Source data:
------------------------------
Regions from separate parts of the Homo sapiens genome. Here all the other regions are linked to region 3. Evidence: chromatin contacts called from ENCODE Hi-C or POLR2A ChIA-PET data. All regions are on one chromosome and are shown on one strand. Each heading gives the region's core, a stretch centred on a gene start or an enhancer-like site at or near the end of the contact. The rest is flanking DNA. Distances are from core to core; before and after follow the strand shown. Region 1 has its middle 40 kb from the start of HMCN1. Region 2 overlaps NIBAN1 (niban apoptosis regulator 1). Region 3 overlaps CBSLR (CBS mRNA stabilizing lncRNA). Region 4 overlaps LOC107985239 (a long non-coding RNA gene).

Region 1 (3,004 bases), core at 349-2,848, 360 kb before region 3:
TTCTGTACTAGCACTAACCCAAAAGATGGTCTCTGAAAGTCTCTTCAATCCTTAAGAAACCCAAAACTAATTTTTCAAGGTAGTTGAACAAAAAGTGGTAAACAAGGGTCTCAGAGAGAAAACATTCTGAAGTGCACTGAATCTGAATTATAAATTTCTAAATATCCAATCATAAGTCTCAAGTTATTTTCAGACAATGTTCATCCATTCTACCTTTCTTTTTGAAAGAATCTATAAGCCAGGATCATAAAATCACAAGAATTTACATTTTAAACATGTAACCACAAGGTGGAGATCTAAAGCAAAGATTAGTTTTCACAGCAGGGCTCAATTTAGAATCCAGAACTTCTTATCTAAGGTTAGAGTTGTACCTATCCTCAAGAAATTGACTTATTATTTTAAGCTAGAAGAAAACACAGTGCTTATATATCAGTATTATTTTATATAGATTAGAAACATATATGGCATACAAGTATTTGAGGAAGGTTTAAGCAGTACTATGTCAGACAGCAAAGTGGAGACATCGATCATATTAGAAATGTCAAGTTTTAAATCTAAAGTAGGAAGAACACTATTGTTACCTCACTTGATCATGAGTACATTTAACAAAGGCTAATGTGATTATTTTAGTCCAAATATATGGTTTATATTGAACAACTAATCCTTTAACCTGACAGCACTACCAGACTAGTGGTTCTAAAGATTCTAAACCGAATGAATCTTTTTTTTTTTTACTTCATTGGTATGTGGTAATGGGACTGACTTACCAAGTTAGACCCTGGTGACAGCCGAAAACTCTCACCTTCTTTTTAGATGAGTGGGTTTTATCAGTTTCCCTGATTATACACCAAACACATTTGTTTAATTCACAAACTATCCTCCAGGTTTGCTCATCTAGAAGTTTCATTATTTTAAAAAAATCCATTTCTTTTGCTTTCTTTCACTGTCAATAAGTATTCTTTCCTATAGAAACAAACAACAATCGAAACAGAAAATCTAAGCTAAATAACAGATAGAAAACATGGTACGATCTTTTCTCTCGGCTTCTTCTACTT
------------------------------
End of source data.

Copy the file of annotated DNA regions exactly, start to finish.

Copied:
Regions from separate parts of the Homo sapiens genome. Here all the other regions are linked to region 3. Evidence: chromatin contacts called from ENCODE Hi-C or POLR2A ChIA-PET data. All regions are on one chromosome and are shown on one strand. Each heading gives the region's core, a stretch centred on a gene start or an enhancer-like site at or near the end of the contact. The rest is flanking DNA. Distances are from core to core; before and after follow the strand shown. Region 1 has its middle 40 kb from the start of HMCN1. Region 2 overlaps NIBAN1 (niban apoptosis regulator 1). Region 3 overlaps CBSLR (CBS mRNA stabilizing lncRNA). Region 4 overlaps LOC107985239 (a long non-coding RNA gene).

Region 1 (3,004 bases), core at 349-2,848, 360 kb before region 3:
TTCTGTACTAGCACTAACCCAAAAGATGGTCTCTGAAAGTCTCTTCAATCCTTAAGAAACCCAAAACTAATTTTTCAAGGTAGTTGAACAAAAAGTGGTAAACAAGGGTCTCAGAGAGAAAACATTCTGAAGTGCACTGAATCTGAATTATAAATTTCTAAATATCCAATCATAAGTCTCAAGTTATTTTCAGACAATGTTCATCCATTCTACCTTTCTTTTTGAAAGAATCTATAAGCCAGGATCATAAAATCACAAGAATTTACATTTTAAACATGTAACCACAAGGTGGAGATCTAAAGCAAAGATTAGTTTTCACAGCAGGGCTCAATTTAGAATCCAGAACTTCTTATCTAAGGTTAGAGTTGTACCTATCCTCAAGAAATTGACTTATTATTTTAAGCTAGAAGAAAACACAGTGCTTATATATCAGTATTATTTTATATAGATTAGAAACATATATGGCATACAAGTATTTGAGGAAGGTTTAAGCAGTACTATGTCAGACAGCAAAGTGGAGACATCGATCATATTAGAAATGTCAAGTTTTAAATCTAAAGTAGGAAGAACACTATTGTTACCTCACTTGATCATGAGTACATTTAACAAAGGCTAATGTGATTATTTTAGTCCAAATATATGGTTTATATTGAACAACTAATCCTTTAACCTGACAGCACTACCAGACTAGTGGTTCTAAAGATTCTAAACCGAATGAATCTTTTTTTTTTTTACTTCATTGGTATGTGGTAATGGGACTGACTTACCAAGTTAGACCCTGGTGACAGCCGAAAACTCTCACCTTCTTTTTAGATGAGTGGGTTTTATCAGTTTCCCTGATTATACACCAAACACATTTGTTTAATTCACAAACTATCCTCCAGGTTTGCTCATCTAGAAGTTTCATTATTTTAAAAAAATCCATTTCTTTTGCTTTCTTTCACTGTCAATAAGTATTCTTTCCTATAGAAACAAACAACAATCGAAACAGAAAATCTAAGCTAAATAACAGATAGAAAACATGGTACGATCTTTTCTCTCGGCTTCTTCTACTT